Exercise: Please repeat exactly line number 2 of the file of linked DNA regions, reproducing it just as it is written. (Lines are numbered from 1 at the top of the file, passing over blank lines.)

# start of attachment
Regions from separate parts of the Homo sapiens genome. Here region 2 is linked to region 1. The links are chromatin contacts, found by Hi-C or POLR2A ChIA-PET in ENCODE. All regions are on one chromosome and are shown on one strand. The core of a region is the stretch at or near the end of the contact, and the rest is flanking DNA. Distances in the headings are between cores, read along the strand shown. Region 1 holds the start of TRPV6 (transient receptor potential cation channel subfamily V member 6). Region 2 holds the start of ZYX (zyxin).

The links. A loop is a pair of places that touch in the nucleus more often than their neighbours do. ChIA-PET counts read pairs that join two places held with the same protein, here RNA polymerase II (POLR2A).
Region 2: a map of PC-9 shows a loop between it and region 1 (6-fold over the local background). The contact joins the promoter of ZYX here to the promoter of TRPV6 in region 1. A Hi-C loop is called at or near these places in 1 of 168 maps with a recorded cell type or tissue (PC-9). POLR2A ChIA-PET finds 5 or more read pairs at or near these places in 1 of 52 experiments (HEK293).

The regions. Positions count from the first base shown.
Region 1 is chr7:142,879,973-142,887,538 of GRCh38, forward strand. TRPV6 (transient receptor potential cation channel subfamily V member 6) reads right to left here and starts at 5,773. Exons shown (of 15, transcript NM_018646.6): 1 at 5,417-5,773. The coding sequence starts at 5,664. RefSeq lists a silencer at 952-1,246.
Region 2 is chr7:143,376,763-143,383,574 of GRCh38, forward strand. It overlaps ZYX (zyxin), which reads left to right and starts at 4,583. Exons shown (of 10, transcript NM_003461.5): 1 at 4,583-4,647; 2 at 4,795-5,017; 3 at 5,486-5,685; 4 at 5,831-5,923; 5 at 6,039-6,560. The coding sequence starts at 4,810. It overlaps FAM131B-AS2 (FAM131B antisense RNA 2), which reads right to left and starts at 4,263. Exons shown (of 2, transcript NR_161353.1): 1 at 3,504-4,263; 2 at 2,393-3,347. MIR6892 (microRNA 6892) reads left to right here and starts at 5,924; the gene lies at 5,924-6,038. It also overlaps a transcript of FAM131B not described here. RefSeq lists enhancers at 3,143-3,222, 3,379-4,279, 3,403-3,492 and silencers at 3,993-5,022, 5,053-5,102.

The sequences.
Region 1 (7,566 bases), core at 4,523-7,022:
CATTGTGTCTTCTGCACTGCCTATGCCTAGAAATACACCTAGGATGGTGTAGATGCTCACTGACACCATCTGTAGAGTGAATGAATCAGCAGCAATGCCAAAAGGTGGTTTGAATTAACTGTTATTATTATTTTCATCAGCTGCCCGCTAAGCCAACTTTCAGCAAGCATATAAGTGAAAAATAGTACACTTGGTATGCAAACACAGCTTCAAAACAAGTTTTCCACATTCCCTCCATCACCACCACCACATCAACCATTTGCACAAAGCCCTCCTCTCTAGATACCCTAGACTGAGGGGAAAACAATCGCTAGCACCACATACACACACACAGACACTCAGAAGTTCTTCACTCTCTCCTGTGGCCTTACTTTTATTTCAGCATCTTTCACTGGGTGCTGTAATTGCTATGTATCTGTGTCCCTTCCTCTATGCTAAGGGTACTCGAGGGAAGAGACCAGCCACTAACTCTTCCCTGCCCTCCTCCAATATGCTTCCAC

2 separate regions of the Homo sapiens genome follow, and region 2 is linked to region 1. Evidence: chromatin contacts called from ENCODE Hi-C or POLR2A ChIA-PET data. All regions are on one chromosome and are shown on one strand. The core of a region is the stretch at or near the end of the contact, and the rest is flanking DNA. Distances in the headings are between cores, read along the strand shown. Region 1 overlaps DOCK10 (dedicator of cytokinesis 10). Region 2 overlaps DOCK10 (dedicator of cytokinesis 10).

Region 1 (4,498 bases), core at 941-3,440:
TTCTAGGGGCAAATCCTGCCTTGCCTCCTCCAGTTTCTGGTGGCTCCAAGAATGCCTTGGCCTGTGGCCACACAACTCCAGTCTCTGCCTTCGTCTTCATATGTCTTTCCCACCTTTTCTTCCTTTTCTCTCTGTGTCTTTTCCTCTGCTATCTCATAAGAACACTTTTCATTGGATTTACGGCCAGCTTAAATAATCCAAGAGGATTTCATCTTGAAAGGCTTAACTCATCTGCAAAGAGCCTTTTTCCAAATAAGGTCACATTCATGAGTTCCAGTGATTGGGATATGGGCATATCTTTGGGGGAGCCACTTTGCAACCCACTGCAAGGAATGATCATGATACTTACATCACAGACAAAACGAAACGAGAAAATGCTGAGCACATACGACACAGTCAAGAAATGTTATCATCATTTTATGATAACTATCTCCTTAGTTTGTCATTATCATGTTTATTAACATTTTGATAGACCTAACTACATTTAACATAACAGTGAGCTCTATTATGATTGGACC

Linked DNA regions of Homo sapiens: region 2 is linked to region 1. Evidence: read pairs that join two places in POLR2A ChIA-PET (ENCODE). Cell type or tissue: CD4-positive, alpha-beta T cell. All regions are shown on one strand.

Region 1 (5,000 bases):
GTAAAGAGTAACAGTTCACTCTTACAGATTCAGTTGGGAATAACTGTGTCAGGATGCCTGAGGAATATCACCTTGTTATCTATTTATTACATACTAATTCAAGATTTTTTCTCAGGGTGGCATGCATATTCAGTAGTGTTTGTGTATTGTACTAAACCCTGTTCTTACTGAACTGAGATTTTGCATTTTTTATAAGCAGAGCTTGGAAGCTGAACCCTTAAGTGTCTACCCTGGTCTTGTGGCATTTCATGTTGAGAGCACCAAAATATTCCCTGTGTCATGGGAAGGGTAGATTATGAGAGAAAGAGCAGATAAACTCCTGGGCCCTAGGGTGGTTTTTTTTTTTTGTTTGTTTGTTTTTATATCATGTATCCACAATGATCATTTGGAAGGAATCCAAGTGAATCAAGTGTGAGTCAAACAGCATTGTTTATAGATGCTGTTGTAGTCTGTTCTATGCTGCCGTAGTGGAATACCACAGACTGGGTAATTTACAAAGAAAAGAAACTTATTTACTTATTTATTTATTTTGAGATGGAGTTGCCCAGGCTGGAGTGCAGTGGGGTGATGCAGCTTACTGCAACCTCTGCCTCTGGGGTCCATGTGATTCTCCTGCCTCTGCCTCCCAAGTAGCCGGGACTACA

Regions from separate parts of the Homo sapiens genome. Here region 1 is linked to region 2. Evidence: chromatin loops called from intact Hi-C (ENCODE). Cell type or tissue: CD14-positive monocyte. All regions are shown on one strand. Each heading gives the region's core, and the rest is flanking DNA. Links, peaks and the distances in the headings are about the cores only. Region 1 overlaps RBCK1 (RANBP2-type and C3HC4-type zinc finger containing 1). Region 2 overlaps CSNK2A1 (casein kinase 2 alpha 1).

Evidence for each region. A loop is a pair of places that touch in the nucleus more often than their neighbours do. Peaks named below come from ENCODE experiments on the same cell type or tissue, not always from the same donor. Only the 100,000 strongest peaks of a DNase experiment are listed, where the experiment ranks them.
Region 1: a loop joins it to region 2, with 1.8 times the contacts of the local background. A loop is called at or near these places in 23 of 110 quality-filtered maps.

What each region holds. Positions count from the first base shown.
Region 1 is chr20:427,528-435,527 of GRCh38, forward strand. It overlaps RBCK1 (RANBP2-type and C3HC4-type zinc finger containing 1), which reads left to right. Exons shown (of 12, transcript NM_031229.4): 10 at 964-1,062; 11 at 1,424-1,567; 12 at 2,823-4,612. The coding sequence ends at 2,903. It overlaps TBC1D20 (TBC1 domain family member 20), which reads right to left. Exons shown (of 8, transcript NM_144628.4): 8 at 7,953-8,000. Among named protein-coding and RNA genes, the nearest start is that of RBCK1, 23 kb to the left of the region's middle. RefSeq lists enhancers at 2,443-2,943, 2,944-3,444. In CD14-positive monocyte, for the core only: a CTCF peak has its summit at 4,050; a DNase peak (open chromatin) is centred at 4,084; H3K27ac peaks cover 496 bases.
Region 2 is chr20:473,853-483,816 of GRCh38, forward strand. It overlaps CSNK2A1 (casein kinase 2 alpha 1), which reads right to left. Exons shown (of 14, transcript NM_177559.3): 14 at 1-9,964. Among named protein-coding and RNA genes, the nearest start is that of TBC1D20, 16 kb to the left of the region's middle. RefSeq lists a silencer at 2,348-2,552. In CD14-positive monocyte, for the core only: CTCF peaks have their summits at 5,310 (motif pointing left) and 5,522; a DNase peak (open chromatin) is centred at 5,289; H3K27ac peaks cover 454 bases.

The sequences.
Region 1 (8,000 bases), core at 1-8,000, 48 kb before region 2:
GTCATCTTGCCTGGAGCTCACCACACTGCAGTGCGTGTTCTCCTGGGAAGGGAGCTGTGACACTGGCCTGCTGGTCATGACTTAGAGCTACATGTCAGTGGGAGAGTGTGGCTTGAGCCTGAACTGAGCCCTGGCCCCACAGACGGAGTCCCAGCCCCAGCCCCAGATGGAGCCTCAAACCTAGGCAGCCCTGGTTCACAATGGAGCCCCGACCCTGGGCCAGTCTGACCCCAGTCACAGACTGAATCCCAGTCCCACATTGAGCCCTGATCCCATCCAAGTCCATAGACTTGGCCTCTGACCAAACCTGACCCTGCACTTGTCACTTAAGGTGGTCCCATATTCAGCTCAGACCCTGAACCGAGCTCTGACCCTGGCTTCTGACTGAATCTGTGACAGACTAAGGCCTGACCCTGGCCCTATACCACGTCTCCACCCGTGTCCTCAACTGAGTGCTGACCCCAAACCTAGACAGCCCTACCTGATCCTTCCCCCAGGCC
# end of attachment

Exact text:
The links. A loop is a pair of places that touch in the nucleus more often than their neighbours do. ChIA-PET counts read pairs that join two places held with the same protein, here RNA polymerase II (POLR2A).